It could be argued, however, that the confession does in fact have meaning even without the prerequisite repentance. Even an "insincere" confession helps a person feel uncomfortable and embarrassed, hopefully initiating the repentance process.

c) Is repentance itself a requirement of the Torah?

(The following is mostly quoted from an article by Naftali Silberberg, Do You Resent Being Told What To Do?—EP)

Maimonides writes, "If a person transgresses…he is required to confess before G‑d when he repents and returns from his sin." This wording seemingly implies that repentance is not the actual mitzvah; rather, repentance is the circumstance that triggers the mandatory mitzvah of confession.

Though the commentaries debate whether this is indeed Maimonides' intention with these words, the Minchat Chinuch maintains that repentance is indeed wholly optional. He posits that the Torah only requires us to confess if we repent, much as we are commanded to slaughter an animal if we desire to eat meat—but eating meat per se is not obligatory.

An understanding of the nature of teshuvah (repentance) sheds light on its anomalous nature.

Our relationship with G‑d seems to be scripted from the moment we rub our eyes open in the morning until the moment we shut them for the night. The tasks demanded by this relationship – all 613 of them – seemingly don't leave much room for improvisation, for impromptu and original outbursts of care and love. You want to compliment Him—great, you are just fulfilling your requirement to pray. You want to give Him something special, maybe a nice donation to the synagogue—nice, but you have just satisfied your obligation to give charity.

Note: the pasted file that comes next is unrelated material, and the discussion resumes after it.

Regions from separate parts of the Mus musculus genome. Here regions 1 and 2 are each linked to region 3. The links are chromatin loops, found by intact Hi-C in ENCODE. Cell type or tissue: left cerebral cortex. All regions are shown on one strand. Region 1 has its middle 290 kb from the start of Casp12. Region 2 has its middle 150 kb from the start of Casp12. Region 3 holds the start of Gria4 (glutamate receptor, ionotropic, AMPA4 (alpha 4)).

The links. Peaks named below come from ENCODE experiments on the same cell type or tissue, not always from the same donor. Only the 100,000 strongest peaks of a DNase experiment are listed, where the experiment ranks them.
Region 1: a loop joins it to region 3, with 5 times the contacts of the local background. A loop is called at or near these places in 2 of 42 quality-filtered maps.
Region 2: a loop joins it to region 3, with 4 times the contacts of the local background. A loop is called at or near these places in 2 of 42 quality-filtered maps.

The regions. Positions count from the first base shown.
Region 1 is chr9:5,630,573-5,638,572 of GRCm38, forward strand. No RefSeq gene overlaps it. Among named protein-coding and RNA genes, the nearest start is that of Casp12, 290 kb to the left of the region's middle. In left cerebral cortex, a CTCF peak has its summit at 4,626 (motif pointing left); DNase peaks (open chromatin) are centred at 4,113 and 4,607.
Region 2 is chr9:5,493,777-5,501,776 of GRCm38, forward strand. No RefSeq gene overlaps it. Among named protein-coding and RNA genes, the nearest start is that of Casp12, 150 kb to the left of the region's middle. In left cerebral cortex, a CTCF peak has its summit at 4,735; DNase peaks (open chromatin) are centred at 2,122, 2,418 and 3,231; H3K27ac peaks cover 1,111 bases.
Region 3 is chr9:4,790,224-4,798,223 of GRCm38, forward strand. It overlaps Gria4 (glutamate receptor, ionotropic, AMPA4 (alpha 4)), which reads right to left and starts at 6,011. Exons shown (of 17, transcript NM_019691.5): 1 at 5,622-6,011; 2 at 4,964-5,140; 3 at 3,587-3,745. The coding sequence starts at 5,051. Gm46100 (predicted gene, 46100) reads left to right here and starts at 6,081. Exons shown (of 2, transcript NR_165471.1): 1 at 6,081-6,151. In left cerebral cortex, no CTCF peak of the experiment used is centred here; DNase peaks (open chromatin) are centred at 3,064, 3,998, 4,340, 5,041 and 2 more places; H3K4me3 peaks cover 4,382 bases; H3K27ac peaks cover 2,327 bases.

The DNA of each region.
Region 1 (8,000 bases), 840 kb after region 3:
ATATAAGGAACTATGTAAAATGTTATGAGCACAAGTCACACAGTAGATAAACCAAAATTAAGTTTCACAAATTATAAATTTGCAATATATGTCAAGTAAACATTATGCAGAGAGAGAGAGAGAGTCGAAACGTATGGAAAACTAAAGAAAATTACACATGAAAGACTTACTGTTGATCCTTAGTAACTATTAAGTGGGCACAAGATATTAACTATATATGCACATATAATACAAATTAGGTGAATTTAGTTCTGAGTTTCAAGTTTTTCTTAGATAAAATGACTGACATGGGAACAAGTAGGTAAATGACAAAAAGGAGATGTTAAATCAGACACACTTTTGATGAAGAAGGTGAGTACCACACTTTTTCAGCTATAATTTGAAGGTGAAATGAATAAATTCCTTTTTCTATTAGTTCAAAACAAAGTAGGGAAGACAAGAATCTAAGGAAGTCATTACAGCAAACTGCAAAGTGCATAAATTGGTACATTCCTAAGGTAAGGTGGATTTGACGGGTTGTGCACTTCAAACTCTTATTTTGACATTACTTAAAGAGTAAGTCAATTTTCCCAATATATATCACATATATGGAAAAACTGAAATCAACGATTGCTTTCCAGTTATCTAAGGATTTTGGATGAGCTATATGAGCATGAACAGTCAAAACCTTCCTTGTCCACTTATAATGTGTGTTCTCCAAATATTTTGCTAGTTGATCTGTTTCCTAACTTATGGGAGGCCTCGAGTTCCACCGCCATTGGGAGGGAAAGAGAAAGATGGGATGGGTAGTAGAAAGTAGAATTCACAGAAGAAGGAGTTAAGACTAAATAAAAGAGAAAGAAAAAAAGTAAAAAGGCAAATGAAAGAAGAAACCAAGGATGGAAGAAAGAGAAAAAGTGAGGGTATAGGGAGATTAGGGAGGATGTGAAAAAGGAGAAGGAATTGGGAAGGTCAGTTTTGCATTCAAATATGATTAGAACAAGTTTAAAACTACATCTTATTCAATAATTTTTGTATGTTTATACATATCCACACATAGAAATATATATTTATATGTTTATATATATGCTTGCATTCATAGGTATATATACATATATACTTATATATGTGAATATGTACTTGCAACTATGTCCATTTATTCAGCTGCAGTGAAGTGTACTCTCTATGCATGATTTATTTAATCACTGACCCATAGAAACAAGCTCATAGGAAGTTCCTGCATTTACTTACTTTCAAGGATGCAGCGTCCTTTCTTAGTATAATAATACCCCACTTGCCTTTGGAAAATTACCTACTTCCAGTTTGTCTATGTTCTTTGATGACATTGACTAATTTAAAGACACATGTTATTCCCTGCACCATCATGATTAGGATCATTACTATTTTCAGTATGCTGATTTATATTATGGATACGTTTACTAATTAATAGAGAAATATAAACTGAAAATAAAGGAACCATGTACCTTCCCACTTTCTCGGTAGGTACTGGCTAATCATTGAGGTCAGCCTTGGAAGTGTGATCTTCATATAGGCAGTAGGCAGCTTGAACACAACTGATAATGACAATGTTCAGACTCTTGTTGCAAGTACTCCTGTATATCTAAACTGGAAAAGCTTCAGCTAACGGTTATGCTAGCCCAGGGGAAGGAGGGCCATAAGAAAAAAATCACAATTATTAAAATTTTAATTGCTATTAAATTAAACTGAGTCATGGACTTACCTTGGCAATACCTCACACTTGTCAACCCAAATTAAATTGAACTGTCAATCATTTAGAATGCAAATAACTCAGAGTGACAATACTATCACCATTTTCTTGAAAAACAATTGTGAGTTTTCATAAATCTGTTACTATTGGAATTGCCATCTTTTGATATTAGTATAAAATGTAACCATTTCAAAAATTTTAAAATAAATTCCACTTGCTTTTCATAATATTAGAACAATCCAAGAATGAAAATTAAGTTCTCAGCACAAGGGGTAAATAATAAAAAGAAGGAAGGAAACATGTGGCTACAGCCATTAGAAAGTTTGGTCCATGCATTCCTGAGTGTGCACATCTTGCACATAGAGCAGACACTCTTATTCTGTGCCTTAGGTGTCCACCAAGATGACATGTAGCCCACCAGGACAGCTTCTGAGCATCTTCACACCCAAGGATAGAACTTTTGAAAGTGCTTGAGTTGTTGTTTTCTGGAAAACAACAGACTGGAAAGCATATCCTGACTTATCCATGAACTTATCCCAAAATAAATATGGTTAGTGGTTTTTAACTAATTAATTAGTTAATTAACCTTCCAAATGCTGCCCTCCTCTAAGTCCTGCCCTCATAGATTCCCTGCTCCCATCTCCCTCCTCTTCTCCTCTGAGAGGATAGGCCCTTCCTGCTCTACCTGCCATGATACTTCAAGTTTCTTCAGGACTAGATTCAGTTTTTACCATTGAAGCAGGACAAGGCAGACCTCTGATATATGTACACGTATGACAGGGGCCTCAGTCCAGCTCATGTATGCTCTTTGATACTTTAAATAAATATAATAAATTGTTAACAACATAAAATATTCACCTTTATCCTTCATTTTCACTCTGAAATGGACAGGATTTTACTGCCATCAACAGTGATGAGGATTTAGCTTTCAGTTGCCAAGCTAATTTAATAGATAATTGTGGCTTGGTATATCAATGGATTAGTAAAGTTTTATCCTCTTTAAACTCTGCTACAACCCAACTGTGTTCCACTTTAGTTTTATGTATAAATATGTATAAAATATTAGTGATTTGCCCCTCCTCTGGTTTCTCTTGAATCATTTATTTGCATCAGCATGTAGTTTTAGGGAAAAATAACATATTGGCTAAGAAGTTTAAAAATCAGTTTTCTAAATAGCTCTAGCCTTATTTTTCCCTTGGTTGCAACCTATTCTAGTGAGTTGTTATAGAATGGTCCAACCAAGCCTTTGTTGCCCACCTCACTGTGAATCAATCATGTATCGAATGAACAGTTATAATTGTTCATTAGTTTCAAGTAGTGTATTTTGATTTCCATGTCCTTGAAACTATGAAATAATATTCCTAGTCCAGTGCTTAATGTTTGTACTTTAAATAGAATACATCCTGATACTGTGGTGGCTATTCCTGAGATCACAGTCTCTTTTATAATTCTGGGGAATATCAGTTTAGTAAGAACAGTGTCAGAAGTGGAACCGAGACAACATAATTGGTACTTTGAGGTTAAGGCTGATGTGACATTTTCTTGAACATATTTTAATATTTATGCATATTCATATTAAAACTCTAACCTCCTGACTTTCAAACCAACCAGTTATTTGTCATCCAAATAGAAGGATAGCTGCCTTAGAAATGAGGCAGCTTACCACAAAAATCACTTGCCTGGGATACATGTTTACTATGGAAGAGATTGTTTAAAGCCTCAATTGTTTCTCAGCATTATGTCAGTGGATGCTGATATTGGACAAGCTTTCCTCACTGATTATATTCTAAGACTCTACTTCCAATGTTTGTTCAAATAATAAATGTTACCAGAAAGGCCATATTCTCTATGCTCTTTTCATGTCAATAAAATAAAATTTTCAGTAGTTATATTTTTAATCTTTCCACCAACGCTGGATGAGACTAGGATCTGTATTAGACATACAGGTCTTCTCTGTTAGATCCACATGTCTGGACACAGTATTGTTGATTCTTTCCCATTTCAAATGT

But in the parameters of a relationship, there's something special, a particular genuineness, about an unsolicited and unexpected act. It's a more accurate reflection of who you really are and what you really want to be doing. So where does that leave us with regards to our relationship with G‑d?

Luckily we do have the ability to express ourselves in the course of this all-important relationship. The uncharted part of our relationship is teshuvah. Accurately translated, teshuvah means "return." Teshuvah is about returning and reconnecting with one's inner self, one's very essence. At the core of every Jew there is a soul which is a burning coal of love for G‑d, a soul whose only desire is to connect to its Creator and serve Him dutifully. Connecting with one's true self, and thus revealing the awesome relationship which one shares with G‑d, automatically cleanses one of all sins, and is the starting point of a new chapter in life, a chapter dominated by new goals and priorities.